Bulk Synchronous Parallel Model (BSP)

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During 1980s, a lot of parallel architectures were developed to meet commercial needs but each architecture had to be modified according to the architectural properties of the machine. All of these architectures failed to achieve what von Neumann [1] computer achieved for sequential computing. Hardware designers were focused on meeting the requirements of von Neumann machines without much concern about the software. Software industry on other hand was creating software’s that worked on this model without explicitly worrying about the hardware layer. So, this model acted as a bridge between software and hardware.

Bulk Synchronous Parallel (BSP) programming model is also an analogous bridge but for parallel computation, introduced by Valiant and Leslie G [2]. A BSP computer can be defined by p processors, each with its local memory, connected via some means of point-to-point communication [3]. A BSP solution runs on a BSP computer as a series of parallel running computation units. These computation units can be termed as processes. The overall computation done in a BSP based solution can be divided into multiple supersteps and each consists of the following 3 steps in sequential order. Figure below shows a single superstep.

  • Concurrent Local Computation Each process performs some execution locally on the data stored in its local storage.
  • Global Communication After the local processing, processes have the option to send some data to other processes in the same machine or to a different one in a parallel computer.
  • Barrier Synchronization When all the processes which want to send the data are done sharing, BSP model enters the barrier synchronization mode. During this mode, it is made sure that all the communication is performed successfully and the new data becomes available to the processing units for the next superstep in their local memory.

When a process enters the barrier synchronization, it implicitly means that it has completed its local computation, all the messages have been sent out and it is waiting for other processes to finish. On the other hand when a process leaves the barrier, it means that the process will start a new superstep, all other processes have also moved to new superstep and all the messages that were directed to this process by others have been received as input to this new superstep [4]. These supersteps abstract the complexities of managing local memory, communication between machines and synchronization. BSP model makes writing parallel applications simple, programs become portable (can work on any hardware architecture without change) and the performance of application becomes predictable [2].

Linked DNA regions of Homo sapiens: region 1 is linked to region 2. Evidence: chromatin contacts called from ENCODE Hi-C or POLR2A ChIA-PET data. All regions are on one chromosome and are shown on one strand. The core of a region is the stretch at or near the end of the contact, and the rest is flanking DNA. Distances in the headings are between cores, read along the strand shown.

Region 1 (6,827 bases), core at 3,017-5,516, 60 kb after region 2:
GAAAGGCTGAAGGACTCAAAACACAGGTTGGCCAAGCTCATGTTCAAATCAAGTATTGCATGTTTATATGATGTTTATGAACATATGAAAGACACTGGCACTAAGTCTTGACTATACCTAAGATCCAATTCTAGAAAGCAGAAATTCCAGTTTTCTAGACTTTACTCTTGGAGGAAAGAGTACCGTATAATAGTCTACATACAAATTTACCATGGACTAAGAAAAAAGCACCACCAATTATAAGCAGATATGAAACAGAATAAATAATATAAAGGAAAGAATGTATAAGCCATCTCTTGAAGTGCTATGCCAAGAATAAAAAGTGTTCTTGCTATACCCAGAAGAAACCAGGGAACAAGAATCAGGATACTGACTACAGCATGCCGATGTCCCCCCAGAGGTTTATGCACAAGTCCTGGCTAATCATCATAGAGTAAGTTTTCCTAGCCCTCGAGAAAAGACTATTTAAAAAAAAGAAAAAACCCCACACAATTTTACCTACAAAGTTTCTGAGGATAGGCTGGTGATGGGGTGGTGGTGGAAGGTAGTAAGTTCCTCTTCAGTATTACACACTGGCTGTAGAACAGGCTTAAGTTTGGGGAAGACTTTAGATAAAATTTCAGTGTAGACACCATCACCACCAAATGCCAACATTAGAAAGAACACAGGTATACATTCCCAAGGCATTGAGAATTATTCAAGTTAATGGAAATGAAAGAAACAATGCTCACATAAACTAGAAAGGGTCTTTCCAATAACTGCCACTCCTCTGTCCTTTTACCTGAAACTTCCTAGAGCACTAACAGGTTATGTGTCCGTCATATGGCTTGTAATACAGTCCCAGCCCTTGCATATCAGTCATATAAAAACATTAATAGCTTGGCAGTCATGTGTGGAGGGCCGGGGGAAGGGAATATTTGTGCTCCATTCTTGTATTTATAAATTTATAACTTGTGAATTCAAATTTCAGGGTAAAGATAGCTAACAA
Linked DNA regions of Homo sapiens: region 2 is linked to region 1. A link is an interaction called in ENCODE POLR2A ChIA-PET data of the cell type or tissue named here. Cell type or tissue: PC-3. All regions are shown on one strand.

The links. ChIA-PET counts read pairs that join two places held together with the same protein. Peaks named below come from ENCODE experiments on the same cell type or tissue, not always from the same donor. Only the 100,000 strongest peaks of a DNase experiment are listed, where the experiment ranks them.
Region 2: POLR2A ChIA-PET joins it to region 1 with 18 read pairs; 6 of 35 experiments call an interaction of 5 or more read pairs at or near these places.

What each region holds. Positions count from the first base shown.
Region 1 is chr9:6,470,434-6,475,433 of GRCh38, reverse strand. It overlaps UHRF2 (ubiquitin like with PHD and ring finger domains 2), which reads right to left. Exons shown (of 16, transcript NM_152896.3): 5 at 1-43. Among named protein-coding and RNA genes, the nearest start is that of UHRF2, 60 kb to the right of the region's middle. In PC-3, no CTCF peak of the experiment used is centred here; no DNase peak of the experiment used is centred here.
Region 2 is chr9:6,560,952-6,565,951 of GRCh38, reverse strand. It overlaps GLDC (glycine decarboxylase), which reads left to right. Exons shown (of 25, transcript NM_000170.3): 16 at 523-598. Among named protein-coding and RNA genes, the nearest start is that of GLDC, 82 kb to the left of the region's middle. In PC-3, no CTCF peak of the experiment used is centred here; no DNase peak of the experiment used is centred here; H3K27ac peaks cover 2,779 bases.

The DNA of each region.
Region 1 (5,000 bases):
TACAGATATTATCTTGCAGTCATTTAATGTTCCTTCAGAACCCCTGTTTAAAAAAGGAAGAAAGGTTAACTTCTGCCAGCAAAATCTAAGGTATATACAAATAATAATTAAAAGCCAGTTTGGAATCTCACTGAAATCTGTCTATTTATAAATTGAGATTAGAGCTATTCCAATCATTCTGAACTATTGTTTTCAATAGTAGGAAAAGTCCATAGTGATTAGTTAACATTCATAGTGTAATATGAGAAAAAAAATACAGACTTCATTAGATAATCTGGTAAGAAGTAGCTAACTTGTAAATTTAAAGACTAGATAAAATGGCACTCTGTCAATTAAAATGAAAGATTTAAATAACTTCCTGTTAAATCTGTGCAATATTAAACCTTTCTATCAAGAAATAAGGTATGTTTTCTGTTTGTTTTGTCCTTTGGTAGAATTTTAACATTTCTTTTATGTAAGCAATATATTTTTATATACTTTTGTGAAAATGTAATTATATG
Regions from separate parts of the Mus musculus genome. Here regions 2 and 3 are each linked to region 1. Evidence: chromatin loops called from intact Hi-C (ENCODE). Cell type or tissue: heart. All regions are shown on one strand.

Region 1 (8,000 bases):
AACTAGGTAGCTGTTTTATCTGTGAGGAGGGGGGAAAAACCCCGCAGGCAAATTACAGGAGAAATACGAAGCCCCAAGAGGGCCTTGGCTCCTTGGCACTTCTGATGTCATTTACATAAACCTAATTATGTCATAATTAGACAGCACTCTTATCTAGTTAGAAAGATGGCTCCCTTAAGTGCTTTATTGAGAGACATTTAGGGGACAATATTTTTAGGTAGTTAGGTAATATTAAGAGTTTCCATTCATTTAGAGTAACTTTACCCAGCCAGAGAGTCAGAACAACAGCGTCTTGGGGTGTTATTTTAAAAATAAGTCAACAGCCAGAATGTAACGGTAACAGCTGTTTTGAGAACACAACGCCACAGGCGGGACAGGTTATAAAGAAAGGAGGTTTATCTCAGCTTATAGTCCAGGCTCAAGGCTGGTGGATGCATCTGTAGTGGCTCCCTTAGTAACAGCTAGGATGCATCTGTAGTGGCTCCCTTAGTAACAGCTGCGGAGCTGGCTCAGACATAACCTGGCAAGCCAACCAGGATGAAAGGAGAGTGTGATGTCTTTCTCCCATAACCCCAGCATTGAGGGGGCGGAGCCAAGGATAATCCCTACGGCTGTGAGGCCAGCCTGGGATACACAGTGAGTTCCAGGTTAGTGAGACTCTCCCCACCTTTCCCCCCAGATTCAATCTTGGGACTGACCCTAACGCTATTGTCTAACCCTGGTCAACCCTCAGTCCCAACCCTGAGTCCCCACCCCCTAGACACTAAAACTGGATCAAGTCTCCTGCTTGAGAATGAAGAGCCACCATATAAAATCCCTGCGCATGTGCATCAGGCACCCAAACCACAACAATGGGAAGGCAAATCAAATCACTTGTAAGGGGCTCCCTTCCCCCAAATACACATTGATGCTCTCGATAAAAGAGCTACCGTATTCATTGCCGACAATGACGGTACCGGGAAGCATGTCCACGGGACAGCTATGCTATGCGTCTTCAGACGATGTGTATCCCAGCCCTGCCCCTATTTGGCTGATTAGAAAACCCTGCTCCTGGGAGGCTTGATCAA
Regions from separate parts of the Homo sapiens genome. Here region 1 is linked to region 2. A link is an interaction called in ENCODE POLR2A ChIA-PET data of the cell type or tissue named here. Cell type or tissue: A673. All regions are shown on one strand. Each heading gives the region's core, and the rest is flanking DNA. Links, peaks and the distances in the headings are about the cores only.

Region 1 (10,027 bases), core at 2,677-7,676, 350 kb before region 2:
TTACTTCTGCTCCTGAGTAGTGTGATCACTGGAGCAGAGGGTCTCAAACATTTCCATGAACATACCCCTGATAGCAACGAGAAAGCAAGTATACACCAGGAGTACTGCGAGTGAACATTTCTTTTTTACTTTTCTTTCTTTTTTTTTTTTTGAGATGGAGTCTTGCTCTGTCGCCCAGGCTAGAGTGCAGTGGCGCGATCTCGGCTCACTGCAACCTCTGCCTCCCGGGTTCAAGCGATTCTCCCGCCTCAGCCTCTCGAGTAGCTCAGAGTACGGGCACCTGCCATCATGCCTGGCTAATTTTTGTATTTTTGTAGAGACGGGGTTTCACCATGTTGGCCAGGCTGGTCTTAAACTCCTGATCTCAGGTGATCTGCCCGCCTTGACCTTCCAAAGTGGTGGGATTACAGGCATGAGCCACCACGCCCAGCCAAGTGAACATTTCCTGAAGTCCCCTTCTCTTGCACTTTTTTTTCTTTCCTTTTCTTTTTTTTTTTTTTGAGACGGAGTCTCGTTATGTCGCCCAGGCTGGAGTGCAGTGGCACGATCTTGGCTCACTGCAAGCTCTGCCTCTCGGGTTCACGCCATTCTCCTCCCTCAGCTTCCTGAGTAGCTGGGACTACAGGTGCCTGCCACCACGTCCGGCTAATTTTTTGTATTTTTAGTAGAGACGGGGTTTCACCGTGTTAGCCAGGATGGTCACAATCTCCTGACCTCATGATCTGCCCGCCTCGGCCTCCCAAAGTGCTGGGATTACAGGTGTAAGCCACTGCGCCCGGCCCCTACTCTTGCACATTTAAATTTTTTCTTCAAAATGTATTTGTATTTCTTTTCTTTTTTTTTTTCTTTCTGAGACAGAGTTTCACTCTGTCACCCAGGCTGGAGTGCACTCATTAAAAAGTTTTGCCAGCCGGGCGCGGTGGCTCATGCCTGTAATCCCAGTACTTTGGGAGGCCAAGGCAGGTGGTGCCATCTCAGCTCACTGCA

Apart from the properties mentioned above, estimating the running time of BSP based algorithm is also simple. Let ws be the total time spent by a process to perform local computation in a superstep s. Let hs be the total communication cost of superstep and l be the average time required for barrier synchronization of a process. Then the algorithm running S supersteps will have a total computation cost of

total communication cost of

and total synchronization cost of S.l. So, an algorithm based on BSP model will have the following running time.

Where g is the ability of communication network to deliver data. g is defined as the time is takes a processor to deliver a message of size 1. So, if the size of message is bigger than 1 then it will take more time to be delivered. Practically, the values of g and l are calculated empirically. Since g and l are dependent on the underlying system, algorithm design should focus on improving W, H and S.

[1] — https://en.wikipedia.org/wiki/Von_Neumann_architecture

[2] — L. G. Valiant. “A bridging model for parallel computation.” In: Communica- tions of the ACM 33.8 (1990), pp. 103–111.

[3] — M. Felice Pace. “BSP vs MapReduce.” In: arXiv preprint arXiv:1203.2081 (2012).

[4] — https://people.apache.org/~tjungblut/downloads/hamadocs/ApacheHamaBSPProgrammingmodel_06.pdf

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